How 3rd downs decided the National Championship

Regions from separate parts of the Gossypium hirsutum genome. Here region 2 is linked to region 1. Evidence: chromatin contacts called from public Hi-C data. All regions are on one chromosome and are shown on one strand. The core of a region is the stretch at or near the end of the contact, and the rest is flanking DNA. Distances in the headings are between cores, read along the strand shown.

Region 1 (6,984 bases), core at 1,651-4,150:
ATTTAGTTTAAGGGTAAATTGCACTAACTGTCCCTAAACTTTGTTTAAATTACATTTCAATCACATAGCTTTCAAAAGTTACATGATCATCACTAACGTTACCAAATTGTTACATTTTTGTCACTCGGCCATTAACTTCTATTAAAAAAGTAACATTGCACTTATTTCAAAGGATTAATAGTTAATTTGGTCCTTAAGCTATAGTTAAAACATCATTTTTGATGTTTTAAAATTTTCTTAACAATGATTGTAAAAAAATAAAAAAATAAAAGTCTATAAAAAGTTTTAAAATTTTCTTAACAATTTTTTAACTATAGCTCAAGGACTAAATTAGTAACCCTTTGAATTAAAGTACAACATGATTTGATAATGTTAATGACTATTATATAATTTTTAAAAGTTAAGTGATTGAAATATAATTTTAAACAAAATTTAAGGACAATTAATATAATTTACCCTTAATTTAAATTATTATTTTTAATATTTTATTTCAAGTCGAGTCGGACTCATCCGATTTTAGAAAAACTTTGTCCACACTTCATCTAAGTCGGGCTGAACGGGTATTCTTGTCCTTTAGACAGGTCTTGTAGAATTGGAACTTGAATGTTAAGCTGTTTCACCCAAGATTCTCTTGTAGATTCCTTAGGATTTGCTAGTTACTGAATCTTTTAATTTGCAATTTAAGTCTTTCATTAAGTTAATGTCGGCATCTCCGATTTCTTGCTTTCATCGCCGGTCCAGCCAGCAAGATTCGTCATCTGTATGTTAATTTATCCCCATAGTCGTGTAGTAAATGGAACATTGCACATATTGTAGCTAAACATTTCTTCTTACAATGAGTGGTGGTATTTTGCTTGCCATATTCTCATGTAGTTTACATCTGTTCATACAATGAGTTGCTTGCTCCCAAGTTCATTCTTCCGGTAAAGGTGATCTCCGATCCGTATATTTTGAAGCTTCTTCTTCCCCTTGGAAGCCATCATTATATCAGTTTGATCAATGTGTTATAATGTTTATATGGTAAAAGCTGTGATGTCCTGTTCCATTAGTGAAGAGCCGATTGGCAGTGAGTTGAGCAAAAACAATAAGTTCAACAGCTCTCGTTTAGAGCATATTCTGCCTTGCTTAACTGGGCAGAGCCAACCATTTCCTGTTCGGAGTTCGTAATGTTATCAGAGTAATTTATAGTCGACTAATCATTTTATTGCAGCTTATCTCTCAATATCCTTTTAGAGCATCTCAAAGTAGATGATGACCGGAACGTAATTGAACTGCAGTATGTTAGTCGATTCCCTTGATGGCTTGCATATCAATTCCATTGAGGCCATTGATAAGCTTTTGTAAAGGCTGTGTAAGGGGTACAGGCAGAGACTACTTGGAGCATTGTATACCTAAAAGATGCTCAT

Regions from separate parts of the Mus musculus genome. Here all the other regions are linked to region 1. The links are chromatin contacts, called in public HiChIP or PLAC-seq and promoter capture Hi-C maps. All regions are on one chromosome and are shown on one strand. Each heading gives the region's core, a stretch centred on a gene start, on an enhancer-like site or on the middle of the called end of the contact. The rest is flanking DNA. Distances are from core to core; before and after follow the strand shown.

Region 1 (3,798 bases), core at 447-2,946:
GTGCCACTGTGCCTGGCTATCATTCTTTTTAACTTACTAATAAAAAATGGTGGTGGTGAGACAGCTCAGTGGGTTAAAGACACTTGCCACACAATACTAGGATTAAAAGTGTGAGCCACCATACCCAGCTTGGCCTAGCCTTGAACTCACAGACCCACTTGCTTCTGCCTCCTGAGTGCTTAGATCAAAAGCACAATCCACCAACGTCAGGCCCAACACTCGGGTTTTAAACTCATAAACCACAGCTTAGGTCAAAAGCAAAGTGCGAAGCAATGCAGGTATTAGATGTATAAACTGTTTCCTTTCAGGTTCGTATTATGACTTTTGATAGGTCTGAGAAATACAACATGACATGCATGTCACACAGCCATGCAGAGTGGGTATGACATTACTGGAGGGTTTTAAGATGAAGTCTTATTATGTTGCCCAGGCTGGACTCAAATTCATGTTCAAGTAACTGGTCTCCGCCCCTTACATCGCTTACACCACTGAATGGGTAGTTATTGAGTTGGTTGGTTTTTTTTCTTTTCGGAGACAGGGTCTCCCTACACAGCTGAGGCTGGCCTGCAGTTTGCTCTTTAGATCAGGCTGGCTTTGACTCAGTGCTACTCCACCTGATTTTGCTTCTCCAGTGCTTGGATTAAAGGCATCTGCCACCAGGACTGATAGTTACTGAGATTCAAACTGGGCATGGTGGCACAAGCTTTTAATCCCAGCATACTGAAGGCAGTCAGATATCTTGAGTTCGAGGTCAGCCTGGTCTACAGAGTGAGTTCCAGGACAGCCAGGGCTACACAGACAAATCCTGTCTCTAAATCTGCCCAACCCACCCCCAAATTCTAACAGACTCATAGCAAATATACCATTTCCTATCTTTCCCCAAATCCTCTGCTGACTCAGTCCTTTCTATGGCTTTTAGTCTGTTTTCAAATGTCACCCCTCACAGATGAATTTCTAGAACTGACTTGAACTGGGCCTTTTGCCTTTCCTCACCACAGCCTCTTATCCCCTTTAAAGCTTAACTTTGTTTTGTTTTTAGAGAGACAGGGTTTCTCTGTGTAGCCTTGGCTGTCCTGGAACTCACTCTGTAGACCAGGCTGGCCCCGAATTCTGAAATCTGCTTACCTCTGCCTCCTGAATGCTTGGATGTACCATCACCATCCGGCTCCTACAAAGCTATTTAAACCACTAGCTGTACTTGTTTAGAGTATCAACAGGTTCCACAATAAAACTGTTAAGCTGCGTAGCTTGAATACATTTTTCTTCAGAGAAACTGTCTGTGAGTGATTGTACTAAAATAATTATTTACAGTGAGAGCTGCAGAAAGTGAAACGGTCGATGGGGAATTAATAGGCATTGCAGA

On three of four downs in the National Championship, the Tigers got outplayed. On the other, they dominated. Clemson didn’t humble Alabama by 28 winning every play. The Tigers’ offense and defense often fell behind on first and second downs, in fact. They smashed the Tide by winning the most important down, over and over and by a lot. It’s not a stretch to say the 28-point blowout came down to third downs. From Bill Connelly the morning after the National Championship: Let’s define each play as a win or loss based on whether it was successful or not — so if the Team A’s offense gains 50 percent of its necessary yardage on first down, 70 percent on second, or 100 percent on third, it’s a win for Team A, and if it doesn’t, it’s a win for Team B. *First-down wins (offense and defense): Alabama 42, Clemson 18 *Second-down wins: Alabama 22, Clemson 20 *Third-down wins: Clemson 19, Alabama 9 *Fourth-down wins: Alabama 3, Clemson 3 This game swung on third downs, and in a dramatic way. Clemson faced much larger yards to go on third downs — 7.7 to Bama’s 4.5 — but went 10-for-15 to Bama’s 4-for-13. Some other numbers: On first, second, and fourth down, Alabama averaged 6.5 yards per play to Clemson’s 5. On third down, Alabama averaged 5.1 yards per play to Clemson’s 16.9. Bama won 62 percent of the non-third downs and 32 percent of the third downs. “Bama was more efficient, but with poor timing,” writes Roll Bama Roll. It wasn’t just that Clemson converted a ton of third downs. It was that Clemson ripped off huge play after huge play on those downs. These were the most crippling of Clemson’s many third-down haymakers, going in chronological order. 1. This 62-yard completion to Tee Higgins on third-and-14 in the first quarter. Bama played with three deep DBs. Nobody got deep enough for Trevor Lawrence’s arm or Higgins’ speed. “We were in three-deep zone when No. 5 catches a ball and runs 50 yards, 60 yards for a touchdown,” Nick Saban said later, in a sad postgame press conference. “Guy doesn’t play the deep third properly.” This wasn’t a touchdown, but the next play was: a 17-yard Travis Etienne run that gave Clemson a 14-7 lead. 2. This 26-yard completion to Amari Rodgers on third-and-7 in the second quarter. Bama had no help in the middle. Rodgers beat cornerback Saivion Smith on a crossing route and had nobody around to tackle him. Etienne scored on the next play, and Clemson’s 5-point lead became a 12-point lead. 3. This 74-yard touchdown pass to Justyn Ross on third-and-8 in the third quarter. Bama used one high safety. Ross’ release was strong enough to topple cornerback Smith, who got injured on the play. Then Ross breezed pass that poor safety, Deionte Thompson, a former No. 2 recruit at his position who’s not used to getting outrun so easily. That made the score 37-16 with 23 and a half minutes left and essentially ensured Alabama’s complete collapse. 4. This 37-yard completion to Ross on third-and-12, also in the third quarter. Alabama again had one high safety, and he played to the side of the field where Clemson had three receivers. That left Ross on an island with Josh Jobe — the backup cornerback who was only on him because Smith had gotten hurt trying to stay with Ross the prior drive. 5. This 17-yard backbreaker to Ross on third-and-9, later on that same drive. Again, Jobe was in coverage. Again, he couldn’t do anything about it: Bama still had one high safety. This time, he ran toward Ross, but the throw was such a dart that he couldn’t get there to help Jobe. Again, there was a lot of field to cover: In one of this (approximately) billion postgame interviews, Lawrence suggested that catch was the moment he realized Clemson would win. And, yeah: Clemson was up 21 at this point, and Bama was holding on to its last flicker of a hope. The snap was at the Tide’s 37, where an incompletion probably would’ve brought about a Clemson punt. Instead, Ross made a circus catch. A review upheld it. Higgins caught a 5-yard touchdown four plays later to grow the lead to 28, and that, too, was on a third down. Those five plays made all but one of Clemson’s TD drives possible. And on the other TD drive, a 14-yard Higgins catch on third-and-5 set up an Etienne TD two plays later. On this night, a 14-yarder was less than Clemson’s average third down. The wildest thing is how simple it was. Bama’s players just lost matchups, time and time again. The most talented team got out-talented. Bama got caught in some tricky matchups, but also had defensive backs just lose head-to-head. “Never really ever got comfortable with what we needed to do to win this game, especially on defense, especially the matchups we had in our secondary versus their receivers,” Saban said of a secondary that started from scratch this offseason. “That was something that was kind of bothering me going into the game, and as the game unfolded, it worked out that those match-ps were a big difference in the game.” Bama’s DBs aren’t supposed to need a lot of zone help. That’s one point of recruiting better players than everybody else. But against Clemson, it sometimes looked like Bama could’ve had 12 guys on the field and still given up conversions. “I thought the players prepared well for this game, and I think that they just got outperformed,” Saban said. “It wasn’t like we just didn’t cover a guy.” For a change, they just had to cover better guys.